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The tack is where the sail is attached. This point is 8 inches or so above and behind the tack grommet. It's only purpose seems to be flattening the sail or maybe to control the shape of the sail to move the center of effect forwards or back.
The main does not have reefing points. I will fix that also this winter.
As far as lessons, for a variety of reasons, that just isn't going to happen. I will learn as I go for many reasons. No argument about lessons being the best way tho!
Then that's either the Cunningham cringle or a reef point.
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Old 04-11-2008, 11:13   #9
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Aloha Runner,
Use the mainsail for training yourself. You'll only have one sail to worry about and it has one sheet. Jibs and gennys have two sheets and usually a little harder to reach for the skipper.
If the boat feels overpowered when sailing to windward just let the sheet out or steer a bit more into the wind. Jibing is always the most critical for a new sailor. Just remember that you need to let the sail out quickly and if you turn away from the wind and have the sheet cleated or are sitting on it or its wrapped around something you may be in the water in a hurry. A good book is "Start Sailing Right!" and I recommend it. It'll explain everything you need to know as a new experimenting sailor.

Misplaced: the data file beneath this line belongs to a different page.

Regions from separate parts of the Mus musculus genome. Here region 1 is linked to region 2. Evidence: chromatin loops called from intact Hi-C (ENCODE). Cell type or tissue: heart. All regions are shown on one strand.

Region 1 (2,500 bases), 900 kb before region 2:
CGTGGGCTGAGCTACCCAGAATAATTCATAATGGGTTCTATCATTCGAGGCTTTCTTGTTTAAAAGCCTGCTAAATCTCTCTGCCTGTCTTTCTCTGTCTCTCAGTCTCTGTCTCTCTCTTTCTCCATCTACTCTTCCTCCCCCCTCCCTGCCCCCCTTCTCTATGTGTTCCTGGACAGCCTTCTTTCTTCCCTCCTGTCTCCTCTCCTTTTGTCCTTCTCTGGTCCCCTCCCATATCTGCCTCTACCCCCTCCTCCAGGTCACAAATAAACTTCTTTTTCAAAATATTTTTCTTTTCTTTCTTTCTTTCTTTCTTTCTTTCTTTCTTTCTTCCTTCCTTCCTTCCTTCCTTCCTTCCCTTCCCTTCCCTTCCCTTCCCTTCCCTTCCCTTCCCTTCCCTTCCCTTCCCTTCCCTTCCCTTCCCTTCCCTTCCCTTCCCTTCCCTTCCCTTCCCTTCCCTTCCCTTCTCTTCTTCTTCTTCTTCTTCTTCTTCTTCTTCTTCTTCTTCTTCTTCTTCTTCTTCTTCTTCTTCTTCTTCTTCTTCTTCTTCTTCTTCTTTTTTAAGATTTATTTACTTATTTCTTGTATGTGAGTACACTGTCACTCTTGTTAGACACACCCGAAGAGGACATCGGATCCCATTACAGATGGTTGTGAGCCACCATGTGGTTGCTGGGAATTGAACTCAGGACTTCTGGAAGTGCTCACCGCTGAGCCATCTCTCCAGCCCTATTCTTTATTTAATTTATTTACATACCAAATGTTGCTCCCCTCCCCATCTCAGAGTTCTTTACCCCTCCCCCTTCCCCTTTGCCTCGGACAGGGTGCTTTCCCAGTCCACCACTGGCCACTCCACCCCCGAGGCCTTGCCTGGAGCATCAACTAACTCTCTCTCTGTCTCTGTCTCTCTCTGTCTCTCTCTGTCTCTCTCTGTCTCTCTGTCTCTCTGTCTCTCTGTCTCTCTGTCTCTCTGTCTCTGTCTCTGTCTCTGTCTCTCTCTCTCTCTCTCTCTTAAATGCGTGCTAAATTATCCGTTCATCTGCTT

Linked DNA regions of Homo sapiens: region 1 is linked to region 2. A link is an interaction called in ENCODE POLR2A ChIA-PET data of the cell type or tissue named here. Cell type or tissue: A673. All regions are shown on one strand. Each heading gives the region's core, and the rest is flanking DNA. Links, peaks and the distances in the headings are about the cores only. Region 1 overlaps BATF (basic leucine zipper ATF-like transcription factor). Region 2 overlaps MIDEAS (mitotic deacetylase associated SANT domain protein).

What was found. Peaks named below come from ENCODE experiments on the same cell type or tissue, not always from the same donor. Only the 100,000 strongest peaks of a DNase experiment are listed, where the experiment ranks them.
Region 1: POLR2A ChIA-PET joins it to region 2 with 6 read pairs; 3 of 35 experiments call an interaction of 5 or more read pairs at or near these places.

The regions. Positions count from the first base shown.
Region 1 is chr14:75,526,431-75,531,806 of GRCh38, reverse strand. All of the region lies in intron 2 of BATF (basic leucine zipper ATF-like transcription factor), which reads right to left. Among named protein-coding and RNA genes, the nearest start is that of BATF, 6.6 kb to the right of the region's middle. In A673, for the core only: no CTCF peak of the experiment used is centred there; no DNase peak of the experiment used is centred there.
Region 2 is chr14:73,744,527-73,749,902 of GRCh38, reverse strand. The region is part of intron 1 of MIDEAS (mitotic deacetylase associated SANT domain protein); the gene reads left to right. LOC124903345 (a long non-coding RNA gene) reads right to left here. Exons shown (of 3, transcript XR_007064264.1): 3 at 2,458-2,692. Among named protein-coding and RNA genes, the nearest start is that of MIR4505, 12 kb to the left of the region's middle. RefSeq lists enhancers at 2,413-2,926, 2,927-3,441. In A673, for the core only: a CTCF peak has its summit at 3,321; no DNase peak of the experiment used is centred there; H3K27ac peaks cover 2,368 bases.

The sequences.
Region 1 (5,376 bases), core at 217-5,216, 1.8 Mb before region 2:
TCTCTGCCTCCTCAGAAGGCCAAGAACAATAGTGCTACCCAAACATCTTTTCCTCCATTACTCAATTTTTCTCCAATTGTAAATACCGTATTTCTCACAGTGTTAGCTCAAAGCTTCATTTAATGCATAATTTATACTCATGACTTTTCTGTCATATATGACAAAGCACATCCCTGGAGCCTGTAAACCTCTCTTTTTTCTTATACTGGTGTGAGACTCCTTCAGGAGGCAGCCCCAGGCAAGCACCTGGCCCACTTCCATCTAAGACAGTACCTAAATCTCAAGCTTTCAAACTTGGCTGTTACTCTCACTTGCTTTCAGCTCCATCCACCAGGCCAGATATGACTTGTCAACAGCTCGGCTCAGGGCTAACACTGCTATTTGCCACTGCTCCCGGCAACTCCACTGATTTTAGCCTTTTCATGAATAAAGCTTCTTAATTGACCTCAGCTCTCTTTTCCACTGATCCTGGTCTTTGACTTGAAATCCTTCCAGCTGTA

Good luck! You can do it! Many of the forum members have learned just the way you are about to.
Kind regards,
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Old 04-11-2008, 12:42   #10
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I would have gone today since it is supposed to get cold later in the week. The winds are way out of hand for learning alone out there right now. I bet you could have a blast today if you knew what you were doing. Right now one minute it is quiet, and then 30 seconds later you can't hear because of the wind and leaves. They are talking 30 mph winds tomorrow, and I really need to work anyway. Soon, very soon.
Thanks for all the help guys!

PS: a Compac 16 with a damaged keel and no mast was offered here in town today. It has sails and the rudder. I have a mast for it here already. Maybe I will have two working boats pretty soon.
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Old 04-11-2008, 13:03   #11
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I have 9 outboard motors... can always use another free one...My wife thinks differently though..